A few months ago, I noticed that Adam Dunn was hitting the baseball. Ok, so what I actually noticed was that his batting average was well above .300, a rarity for him, despite it being a month into the season. I took a look at some of his swing and contact rates and realized that he was swinging at less in general, but hitting way more baseballs outside of the strike zone. My theory at the time was that he was possibly becoming more selective on types of pitches, but less selective on balls and strikes. That is to say, if he is looking fastball, in the past if it was 3 inches off the plate, he figuered to let it go. But now he says, “heck, I can still smash this” and does.

I figured it’d be a good idea to update these, so let’s start with the more interesting one from last time, the contact rates:

AD Contact 07-30-09

While not as pronounced as it was in May (when it sat above the 62.3% league average) it is still notable that he is hitting more baseballs outside of the zone than ever in his last 5 years. This is not May 12 anymore when he had 138 PAs, a relatively small sample size. He’s got 428 PAs, about 2/3 of a season’s worth, and his average is still at high. In fact, it went down as low as .256, but it’s up to .279 right now. That’s still a career high, 13 points higher than his best.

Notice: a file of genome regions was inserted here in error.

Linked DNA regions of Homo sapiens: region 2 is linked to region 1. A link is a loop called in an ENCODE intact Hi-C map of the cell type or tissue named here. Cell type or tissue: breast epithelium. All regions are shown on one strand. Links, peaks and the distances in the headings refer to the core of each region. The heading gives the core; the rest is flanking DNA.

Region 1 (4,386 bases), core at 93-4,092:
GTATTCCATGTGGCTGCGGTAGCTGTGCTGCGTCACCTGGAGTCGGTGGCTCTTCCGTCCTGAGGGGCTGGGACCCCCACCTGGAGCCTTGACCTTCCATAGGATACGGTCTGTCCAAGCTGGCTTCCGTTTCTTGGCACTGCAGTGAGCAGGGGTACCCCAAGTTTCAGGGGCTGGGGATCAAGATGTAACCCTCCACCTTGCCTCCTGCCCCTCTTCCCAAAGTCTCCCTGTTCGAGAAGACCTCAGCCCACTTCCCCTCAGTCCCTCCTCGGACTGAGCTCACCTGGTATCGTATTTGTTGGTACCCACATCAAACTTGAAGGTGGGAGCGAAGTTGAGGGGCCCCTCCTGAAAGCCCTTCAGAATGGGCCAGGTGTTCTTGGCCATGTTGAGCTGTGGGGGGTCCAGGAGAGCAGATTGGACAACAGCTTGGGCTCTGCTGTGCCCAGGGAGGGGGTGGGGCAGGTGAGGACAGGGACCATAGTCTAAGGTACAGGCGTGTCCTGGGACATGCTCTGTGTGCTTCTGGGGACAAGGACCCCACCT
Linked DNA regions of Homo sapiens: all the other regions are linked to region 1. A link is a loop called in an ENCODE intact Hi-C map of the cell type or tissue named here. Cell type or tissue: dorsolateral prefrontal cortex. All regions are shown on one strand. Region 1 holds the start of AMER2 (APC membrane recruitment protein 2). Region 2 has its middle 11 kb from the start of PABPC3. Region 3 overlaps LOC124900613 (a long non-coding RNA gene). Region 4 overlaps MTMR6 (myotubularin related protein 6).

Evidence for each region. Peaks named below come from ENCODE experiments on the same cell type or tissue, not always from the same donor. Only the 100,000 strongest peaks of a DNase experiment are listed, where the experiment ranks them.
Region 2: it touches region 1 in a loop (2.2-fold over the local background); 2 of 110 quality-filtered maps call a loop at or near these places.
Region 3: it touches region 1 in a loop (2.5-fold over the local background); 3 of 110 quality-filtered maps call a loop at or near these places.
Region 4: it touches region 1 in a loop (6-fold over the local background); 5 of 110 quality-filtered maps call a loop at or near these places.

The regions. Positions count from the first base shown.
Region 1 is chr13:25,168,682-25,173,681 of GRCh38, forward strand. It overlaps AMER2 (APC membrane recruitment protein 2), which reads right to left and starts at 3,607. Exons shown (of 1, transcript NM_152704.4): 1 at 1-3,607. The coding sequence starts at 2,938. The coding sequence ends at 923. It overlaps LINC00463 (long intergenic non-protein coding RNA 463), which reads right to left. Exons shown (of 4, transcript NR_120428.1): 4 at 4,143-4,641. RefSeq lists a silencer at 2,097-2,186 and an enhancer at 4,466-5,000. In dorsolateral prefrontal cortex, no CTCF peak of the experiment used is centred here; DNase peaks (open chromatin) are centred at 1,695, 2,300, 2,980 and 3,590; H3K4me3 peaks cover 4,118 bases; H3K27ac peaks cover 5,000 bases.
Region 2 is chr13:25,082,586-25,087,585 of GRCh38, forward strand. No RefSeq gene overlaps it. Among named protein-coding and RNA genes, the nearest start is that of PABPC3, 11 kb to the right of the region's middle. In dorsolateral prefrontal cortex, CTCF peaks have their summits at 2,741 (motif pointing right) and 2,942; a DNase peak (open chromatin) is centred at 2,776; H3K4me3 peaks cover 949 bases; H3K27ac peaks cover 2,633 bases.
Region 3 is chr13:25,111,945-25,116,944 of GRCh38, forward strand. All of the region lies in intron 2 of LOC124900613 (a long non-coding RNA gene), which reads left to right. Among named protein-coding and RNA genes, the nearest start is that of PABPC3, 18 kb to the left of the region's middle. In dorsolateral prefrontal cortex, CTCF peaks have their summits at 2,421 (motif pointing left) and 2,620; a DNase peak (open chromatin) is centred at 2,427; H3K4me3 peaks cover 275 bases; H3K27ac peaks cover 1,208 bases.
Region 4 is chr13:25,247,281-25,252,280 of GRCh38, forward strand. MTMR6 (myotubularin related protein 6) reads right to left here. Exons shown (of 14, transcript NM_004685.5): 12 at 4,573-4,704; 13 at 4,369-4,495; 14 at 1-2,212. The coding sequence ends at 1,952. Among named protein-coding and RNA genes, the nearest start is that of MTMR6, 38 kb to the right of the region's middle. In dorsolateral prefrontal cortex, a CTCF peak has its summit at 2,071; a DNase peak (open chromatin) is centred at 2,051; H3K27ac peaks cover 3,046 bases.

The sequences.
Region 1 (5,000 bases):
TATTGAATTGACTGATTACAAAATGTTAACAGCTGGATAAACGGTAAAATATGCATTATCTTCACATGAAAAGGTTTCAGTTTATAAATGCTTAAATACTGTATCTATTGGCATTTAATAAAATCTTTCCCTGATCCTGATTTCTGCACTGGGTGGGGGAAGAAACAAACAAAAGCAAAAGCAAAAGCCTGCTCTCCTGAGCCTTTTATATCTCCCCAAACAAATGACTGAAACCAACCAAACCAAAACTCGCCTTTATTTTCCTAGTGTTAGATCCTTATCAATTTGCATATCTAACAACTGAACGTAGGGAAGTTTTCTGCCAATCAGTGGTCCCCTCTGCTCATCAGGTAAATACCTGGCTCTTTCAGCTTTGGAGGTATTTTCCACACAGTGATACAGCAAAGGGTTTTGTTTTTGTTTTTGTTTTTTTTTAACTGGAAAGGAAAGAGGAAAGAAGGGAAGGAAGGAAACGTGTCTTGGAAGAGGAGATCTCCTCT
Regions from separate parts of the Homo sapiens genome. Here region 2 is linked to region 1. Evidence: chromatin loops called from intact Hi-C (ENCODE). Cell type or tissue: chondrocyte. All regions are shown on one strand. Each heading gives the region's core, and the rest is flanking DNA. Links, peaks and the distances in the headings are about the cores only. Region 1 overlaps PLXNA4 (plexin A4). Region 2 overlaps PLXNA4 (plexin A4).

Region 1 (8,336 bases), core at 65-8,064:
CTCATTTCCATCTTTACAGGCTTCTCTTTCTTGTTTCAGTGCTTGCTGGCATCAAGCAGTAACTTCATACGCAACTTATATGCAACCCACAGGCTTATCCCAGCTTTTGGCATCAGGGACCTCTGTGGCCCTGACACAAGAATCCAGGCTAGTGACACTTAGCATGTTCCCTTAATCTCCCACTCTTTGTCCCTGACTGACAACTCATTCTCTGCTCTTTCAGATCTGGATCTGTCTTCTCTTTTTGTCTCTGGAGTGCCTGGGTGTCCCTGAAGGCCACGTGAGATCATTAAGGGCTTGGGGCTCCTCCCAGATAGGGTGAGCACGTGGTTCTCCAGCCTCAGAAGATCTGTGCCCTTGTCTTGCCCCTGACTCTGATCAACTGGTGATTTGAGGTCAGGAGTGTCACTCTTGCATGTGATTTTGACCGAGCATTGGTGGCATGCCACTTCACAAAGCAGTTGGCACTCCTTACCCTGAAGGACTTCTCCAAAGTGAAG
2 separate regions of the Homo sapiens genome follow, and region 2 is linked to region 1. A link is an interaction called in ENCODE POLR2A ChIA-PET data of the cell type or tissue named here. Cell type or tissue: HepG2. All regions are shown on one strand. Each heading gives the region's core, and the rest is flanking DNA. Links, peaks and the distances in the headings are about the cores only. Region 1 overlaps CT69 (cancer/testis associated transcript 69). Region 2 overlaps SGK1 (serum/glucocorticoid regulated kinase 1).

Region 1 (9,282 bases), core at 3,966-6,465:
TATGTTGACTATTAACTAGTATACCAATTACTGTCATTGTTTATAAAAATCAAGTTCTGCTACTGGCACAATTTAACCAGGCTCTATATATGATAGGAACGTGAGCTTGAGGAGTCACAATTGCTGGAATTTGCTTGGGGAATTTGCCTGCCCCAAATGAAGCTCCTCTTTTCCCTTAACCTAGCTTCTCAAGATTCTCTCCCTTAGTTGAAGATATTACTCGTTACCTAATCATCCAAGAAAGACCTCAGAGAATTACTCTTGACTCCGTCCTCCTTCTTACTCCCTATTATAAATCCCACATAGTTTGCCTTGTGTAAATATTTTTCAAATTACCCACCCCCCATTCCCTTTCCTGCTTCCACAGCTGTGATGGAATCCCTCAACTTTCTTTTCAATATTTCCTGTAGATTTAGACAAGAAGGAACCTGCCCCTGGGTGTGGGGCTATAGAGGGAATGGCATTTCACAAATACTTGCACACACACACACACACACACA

As for his swing rates, those seem to have leveled off to a normal number for him.

AD Swing 07-30-09

Earlier in the year, he was swinging at nothing, even for him. Now he is much more like his normal self. So what’s going on here?

Well, everything inside of the zone seems to be about the same as usual. But outside of the strike zone, he’s swinging at the same number of pitches he usually does – except hitting a bunch more. And maybe that has lead to his higher batting average? The logical conclusion to me is that he is still picking more pitches to hit, in other words sitting on a certain pitch, and if it’s slightly out of the zone, he’ll swing. But if it’s the wrong pitch, slightly out of the zone, he won’t. Therefore, his swing rate hasn’t changed, since it balances out, but his contact rate has.

Maybe there are other explanations, I don’t know. Either way, the .279 AVG means a .400+ OBP, in addition to the power that’s always there. Not a bad thing to have sitting at your cleanup spot.

By Charlie